Paternity is sometimes in doubt. It may be necessary to establish paternity in order for certain rights and obligations to become clear. Paternity suits in which paternity is determined through a blood test may be brought so that a biological father can secure visitation rights, or a mother can secure child support from a father who is unwilling to pay. In some cases, it is necessary to bring a paternity suit, but paternity can also be established through a signed acknowledgement of paternity form or through presumption. The presumption is that somebody is presumed to be the father of a child when the mother and he are married and a child is born during the marriage or within 300 days of a divorce. A presumption can also be established when someone marries the biological mother after the birth of the child and voluntarily claims paternity or represents to others that a child with whom he lives for the child's first two years is his.

Premarital and Postmarital Agreements

The Uniform Premarital Agreement Act is in effect in Texas. Under this law, a premarital agreement needs to be in writing and signed by the affianced people before they marry. Both people are supposed to disclose their debts and assets before signing, and they must be signing the agreement in contemplation of marriage. Premarital agreements and postmarital agreements can change default property rights, so it is crucial for each partner to be fully apprised of the other's financial situation. There are certain conditions that can result in an agreement not being enforceable, such as an unconscionable agreement or involuntariness.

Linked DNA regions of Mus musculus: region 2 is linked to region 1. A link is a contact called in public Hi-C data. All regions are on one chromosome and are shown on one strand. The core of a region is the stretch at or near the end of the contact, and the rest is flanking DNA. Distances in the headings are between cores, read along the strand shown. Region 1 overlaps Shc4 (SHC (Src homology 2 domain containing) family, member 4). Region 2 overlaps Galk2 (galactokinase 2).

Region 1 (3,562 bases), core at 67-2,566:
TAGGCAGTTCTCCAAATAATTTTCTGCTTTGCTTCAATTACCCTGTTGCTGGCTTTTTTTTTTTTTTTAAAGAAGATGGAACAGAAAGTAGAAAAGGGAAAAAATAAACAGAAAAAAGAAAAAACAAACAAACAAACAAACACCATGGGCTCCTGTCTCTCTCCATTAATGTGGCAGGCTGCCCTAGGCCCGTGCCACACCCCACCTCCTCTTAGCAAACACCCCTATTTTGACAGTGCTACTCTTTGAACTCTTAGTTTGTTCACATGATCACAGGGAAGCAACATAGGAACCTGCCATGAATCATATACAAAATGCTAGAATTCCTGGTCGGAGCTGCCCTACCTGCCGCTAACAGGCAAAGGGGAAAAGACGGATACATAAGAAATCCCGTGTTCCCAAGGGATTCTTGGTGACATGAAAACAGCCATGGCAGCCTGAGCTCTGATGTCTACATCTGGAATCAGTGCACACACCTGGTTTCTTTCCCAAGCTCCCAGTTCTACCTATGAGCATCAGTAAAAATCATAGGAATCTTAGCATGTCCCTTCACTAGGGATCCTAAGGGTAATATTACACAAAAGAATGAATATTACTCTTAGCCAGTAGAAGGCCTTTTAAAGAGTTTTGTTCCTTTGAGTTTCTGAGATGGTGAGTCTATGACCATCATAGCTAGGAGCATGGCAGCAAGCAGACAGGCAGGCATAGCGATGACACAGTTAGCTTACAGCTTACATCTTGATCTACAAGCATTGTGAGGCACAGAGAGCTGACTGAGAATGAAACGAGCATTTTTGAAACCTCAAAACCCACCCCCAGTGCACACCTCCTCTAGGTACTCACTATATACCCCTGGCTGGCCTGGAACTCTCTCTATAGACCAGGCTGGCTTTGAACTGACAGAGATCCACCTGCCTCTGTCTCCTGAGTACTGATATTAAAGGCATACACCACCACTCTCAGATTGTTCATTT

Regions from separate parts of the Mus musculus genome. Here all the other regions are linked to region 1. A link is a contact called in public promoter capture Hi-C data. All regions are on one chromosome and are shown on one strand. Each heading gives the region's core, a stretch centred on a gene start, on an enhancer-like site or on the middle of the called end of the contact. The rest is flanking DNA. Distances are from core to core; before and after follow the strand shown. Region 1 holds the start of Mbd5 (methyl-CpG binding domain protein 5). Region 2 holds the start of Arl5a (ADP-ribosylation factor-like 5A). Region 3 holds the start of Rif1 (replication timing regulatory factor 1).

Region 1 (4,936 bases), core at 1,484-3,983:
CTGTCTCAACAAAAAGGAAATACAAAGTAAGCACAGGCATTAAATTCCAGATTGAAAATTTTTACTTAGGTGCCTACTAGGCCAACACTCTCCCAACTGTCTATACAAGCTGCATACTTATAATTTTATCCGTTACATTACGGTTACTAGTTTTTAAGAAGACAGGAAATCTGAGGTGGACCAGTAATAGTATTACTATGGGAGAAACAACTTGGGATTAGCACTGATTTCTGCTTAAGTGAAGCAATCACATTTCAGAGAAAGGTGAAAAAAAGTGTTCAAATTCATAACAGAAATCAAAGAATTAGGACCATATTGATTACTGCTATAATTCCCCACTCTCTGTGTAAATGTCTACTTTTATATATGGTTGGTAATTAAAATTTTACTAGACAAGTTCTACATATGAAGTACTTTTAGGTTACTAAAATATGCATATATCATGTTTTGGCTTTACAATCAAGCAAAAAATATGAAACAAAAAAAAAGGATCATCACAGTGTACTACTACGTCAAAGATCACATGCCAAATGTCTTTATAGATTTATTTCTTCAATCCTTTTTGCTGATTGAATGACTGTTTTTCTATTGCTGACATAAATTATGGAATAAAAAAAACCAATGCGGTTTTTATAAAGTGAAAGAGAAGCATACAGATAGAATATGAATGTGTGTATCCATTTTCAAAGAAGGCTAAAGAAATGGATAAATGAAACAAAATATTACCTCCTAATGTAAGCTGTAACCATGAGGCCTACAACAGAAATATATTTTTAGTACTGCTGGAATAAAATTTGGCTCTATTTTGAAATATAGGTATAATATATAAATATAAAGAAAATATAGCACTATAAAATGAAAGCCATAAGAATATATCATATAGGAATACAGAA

Modifications

After a divorce, the ex-spouses' situations may change significantly. Sometimes a divorce decree or child custody arrangement should be modified. Whoever is asking for a change should retain a Dallas divorce lawyer to seek the modification before the situation becomes such that he or she cannot comply at all. In order to obtain a modification of a child support order, for example, you usually need to prove a material and substantial change in circumstances. Such a change might exist, for example, if you were in an accident and became disabled such that you could no longer work and therefore could no longer pay child support.

Enforcement of Court Orders

Often, it becomes necessary after a divorce to enforce court orders related to child custody, child support, or alimony. Parents are not allowed to stop paying support because the other parent has not allowed them to visit with the child. Similarly, a custodial parent cannot withhold possession and access rights because the other parent is in arrears on child support. Instead, an enforcement proceeding should be brought with the help of an experienced divorce lawyer in the Dallas area. It may be appropriate, for example, to request an order for contempt of court, which can result in a jail sentence of up to six months and a fine.